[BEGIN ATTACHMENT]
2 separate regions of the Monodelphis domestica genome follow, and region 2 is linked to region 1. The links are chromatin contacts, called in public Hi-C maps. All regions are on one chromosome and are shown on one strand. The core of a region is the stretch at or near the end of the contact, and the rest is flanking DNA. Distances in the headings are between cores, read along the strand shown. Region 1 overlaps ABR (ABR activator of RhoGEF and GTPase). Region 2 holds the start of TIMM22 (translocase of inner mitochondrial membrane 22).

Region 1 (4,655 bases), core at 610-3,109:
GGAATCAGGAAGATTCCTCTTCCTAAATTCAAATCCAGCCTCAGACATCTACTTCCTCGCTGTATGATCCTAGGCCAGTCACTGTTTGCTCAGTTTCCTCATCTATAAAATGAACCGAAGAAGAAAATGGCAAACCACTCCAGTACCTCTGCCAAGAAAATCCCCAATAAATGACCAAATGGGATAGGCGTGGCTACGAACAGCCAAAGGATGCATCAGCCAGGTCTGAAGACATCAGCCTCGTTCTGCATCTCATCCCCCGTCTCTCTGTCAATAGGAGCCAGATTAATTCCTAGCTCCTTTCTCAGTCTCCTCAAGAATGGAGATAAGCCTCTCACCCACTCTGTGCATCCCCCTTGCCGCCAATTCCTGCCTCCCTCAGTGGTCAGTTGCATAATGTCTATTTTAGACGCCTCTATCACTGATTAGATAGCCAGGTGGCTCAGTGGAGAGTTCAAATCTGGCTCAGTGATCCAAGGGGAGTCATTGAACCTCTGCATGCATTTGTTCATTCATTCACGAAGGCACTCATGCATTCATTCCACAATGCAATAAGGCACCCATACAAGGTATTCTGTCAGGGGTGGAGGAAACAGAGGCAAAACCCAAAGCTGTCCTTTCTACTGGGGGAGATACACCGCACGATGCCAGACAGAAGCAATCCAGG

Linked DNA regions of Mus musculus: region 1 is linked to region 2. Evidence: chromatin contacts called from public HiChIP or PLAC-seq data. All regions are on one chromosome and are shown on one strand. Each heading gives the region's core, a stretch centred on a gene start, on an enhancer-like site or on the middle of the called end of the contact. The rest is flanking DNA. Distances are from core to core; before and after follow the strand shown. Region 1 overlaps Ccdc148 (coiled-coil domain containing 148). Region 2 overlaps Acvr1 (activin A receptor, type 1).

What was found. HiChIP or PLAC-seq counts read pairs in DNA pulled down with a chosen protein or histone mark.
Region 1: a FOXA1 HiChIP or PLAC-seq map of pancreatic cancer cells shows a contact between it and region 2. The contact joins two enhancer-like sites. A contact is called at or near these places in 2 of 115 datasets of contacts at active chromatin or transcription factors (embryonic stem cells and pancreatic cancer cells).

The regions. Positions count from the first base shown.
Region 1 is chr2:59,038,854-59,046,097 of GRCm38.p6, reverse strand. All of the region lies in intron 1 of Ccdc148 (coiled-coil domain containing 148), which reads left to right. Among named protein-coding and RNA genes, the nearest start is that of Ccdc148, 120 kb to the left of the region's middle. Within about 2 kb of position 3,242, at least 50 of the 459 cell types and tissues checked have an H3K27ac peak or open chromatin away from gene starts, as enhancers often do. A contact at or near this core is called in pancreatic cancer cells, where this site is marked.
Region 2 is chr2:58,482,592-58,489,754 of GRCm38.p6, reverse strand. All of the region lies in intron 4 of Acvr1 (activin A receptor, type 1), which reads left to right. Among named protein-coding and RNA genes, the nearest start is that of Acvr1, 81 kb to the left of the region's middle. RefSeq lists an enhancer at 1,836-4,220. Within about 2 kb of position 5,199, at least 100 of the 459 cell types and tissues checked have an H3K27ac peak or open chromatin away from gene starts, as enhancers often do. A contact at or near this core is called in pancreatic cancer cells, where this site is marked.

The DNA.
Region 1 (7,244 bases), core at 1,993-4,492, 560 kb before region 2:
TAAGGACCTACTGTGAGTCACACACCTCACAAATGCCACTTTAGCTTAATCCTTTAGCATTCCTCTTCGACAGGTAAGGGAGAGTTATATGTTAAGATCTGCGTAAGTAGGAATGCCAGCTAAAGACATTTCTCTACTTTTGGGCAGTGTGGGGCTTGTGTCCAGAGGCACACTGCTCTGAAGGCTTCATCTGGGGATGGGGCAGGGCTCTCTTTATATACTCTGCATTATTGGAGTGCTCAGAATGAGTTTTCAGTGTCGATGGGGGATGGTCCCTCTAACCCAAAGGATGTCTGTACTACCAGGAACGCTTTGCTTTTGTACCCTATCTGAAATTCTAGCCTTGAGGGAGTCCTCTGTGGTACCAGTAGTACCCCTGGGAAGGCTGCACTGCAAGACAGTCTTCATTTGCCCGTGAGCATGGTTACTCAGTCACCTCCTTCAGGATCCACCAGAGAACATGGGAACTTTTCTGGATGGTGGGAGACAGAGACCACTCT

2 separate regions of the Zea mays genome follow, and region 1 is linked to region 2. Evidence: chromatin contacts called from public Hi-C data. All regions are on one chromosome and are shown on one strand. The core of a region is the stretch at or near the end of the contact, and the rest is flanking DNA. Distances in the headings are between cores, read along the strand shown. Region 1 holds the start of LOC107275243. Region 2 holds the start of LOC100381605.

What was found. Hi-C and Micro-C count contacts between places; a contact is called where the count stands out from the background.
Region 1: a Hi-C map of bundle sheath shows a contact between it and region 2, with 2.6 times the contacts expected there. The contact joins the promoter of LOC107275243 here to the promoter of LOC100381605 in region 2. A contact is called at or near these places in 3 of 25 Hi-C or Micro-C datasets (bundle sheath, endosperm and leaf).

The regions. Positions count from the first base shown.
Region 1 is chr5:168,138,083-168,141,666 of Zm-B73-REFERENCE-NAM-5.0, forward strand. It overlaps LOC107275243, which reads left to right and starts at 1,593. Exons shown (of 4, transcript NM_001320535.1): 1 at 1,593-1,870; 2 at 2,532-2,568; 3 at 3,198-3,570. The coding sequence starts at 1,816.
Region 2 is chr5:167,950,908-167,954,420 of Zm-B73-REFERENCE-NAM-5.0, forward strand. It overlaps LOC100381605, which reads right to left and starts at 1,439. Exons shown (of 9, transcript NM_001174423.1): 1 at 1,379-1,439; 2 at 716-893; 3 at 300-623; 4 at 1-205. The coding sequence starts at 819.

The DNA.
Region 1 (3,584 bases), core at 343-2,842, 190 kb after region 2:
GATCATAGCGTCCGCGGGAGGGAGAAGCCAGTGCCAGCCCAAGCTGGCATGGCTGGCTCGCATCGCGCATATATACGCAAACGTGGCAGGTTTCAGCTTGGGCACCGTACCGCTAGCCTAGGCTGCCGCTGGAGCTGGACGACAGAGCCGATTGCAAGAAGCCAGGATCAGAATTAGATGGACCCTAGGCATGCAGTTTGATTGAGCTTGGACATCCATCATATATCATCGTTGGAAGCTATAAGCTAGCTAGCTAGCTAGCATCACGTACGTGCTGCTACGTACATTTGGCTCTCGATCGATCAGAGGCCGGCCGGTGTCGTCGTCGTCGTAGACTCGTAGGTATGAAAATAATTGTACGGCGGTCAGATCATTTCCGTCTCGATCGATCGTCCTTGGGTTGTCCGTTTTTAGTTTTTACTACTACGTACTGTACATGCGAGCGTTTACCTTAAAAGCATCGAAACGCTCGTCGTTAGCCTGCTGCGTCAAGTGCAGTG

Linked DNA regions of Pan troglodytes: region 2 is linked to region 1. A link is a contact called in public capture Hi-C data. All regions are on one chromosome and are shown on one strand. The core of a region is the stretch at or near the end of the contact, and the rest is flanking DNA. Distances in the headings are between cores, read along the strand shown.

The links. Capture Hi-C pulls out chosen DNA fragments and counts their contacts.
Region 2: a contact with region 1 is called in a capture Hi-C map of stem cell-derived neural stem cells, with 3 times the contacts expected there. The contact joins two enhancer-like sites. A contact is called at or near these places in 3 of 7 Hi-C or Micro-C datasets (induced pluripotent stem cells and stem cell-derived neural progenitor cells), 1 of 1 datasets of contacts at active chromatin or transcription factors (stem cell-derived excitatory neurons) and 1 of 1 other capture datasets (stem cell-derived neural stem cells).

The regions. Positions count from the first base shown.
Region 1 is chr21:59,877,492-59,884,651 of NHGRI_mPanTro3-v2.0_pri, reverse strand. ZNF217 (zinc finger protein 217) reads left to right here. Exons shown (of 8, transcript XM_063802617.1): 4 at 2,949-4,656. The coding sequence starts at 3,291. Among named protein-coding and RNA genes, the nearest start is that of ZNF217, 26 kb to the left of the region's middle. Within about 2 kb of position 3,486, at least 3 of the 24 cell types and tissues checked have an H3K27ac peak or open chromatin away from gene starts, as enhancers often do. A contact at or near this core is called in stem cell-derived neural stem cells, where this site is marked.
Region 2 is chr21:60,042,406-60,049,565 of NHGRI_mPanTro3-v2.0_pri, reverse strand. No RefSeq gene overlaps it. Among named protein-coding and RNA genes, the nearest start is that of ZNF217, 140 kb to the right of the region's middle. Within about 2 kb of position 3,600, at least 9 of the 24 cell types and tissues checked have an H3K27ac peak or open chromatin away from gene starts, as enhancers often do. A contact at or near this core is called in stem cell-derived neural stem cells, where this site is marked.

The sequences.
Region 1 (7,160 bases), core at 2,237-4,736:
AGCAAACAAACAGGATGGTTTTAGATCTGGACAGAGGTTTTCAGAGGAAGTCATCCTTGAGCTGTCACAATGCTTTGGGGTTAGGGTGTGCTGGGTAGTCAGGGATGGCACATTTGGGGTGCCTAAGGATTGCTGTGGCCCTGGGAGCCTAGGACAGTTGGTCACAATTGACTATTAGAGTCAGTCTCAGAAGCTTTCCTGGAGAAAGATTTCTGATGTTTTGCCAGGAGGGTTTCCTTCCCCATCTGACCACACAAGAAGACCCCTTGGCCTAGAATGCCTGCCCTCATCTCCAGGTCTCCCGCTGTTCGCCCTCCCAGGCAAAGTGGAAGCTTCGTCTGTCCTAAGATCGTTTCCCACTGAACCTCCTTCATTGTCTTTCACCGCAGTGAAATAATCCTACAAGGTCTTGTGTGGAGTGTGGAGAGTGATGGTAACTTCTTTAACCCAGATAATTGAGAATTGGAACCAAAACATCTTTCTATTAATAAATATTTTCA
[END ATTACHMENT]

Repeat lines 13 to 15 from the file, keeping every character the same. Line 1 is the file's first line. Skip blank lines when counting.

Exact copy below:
2 separate regions of the Zea mays genome follow, and region 1 is linked to region 2. Evidence: chromatin contacts called from public Hi-C data. All regions are on one chromosome and are shown on one strand. The core of a region is the stretch at or near the end of the contact, and the rest is flanking DNA. Distances in the headings are between cores, read along the strand shown. Region 1 holds the start of LOC107275243. Region 2 holds the start of LOC100381605.

What was found. Hi-C and Micro-C count contacts between places; a contact is called where the count stands out from the background.
Region 1: a Hi-C map of bundle sheath shows a contact between it and region 2, with 2.6 times the contacts expected there. The contact joins the promoter of LOC107275243 here to the promoter of LOC100381605 in region 2. A contact is called at or near these places in 3 of 25 Hi-C or Micro-C datasets (bundle sheath, endosperm and leaf).